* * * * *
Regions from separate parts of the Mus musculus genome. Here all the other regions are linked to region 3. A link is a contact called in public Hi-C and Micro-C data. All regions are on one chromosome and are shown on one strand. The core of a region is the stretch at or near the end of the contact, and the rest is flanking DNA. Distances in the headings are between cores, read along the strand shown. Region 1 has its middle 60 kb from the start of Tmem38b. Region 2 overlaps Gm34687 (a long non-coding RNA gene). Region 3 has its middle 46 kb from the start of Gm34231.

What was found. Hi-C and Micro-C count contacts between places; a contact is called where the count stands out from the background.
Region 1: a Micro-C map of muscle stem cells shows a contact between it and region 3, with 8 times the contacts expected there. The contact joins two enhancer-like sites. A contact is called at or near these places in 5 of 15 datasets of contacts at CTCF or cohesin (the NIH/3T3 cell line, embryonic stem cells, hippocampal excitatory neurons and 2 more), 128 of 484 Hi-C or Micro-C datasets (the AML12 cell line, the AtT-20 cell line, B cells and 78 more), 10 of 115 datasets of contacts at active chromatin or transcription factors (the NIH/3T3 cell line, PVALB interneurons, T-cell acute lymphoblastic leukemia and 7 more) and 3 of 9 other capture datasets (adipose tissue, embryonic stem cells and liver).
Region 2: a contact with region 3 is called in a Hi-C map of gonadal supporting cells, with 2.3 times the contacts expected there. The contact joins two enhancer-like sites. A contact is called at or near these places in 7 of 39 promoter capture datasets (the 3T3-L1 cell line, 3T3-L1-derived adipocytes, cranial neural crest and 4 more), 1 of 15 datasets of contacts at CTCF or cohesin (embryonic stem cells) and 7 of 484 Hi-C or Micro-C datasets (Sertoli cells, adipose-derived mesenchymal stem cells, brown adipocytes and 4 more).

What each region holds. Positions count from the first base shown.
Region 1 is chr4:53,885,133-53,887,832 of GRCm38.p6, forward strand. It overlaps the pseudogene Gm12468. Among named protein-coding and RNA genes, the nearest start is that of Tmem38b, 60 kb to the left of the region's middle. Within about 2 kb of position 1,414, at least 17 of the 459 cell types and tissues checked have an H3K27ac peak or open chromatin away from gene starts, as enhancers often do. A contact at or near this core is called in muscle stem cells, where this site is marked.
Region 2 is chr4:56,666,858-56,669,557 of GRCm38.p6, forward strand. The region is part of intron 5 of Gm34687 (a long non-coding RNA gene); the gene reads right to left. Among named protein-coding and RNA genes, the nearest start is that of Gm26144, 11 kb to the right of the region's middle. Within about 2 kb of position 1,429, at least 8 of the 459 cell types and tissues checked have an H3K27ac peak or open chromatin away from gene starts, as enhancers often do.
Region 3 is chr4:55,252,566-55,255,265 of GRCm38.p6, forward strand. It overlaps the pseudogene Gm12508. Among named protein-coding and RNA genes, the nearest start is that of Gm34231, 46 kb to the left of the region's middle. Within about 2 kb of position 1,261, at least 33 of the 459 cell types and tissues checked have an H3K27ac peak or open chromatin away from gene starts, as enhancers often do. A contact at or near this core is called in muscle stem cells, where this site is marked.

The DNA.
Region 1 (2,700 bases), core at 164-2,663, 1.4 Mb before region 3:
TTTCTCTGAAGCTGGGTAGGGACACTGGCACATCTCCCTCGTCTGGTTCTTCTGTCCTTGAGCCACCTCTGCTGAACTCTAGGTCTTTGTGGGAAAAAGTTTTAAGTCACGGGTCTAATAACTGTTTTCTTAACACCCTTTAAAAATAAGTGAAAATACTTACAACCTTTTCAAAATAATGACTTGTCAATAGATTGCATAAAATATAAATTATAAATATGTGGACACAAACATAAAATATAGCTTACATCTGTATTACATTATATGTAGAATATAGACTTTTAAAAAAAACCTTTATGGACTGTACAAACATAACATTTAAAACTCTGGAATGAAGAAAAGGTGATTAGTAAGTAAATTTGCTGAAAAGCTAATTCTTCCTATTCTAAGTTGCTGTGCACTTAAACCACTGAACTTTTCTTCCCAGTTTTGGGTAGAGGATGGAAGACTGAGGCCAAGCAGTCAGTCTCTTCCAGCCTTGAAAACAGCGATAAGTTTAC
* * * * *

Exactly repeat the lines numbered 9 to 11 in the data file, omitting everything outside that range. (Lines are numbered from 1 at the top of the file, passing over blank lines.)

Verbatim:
The DNA.
Region 1 (2,700 bases), core at 164-2,663, 1.4 Mb before region 3:
TTTCTCTGAAGCTGGGTAGGGACACTGGCACATCTCCCTCGTCTGGTTCTTCTGTCCTTGAGCCACCTCTGCTGAACTCTAGGTCTTTGTGGGAAAAAGTTTTAAGTCACGGGTCTAATAACTGTTTTCTTAACACCCTTTAAAAATAAGTGAAAATACTTACAACCTTTTCAAAATAATGACTTGTCAATAGATTGCATAAAATATAAATTATAAATATGTGGACACAAACATAAAATATAGCTTACATCTGTATTACATTATATGTAGAATATAGACTTTTAAAAAAAACCTTTATGGACTGTACAAACATAACATTTAAAACTCTGGAATGAAGAAAAGGTGATTAGTAAGTAAATTTGCTGAAAAGCTAATTCTTCCTATTCTAAGTTGCTGTGCACTTAAACCACTGAACTTTTCTTCCCAGTTTTGGGTAGAGGATGGAAGACTGAGGCCAAGCAGTCAGTCTCTTCCAGCCTTGAAAACAGCGATAAGTTTAC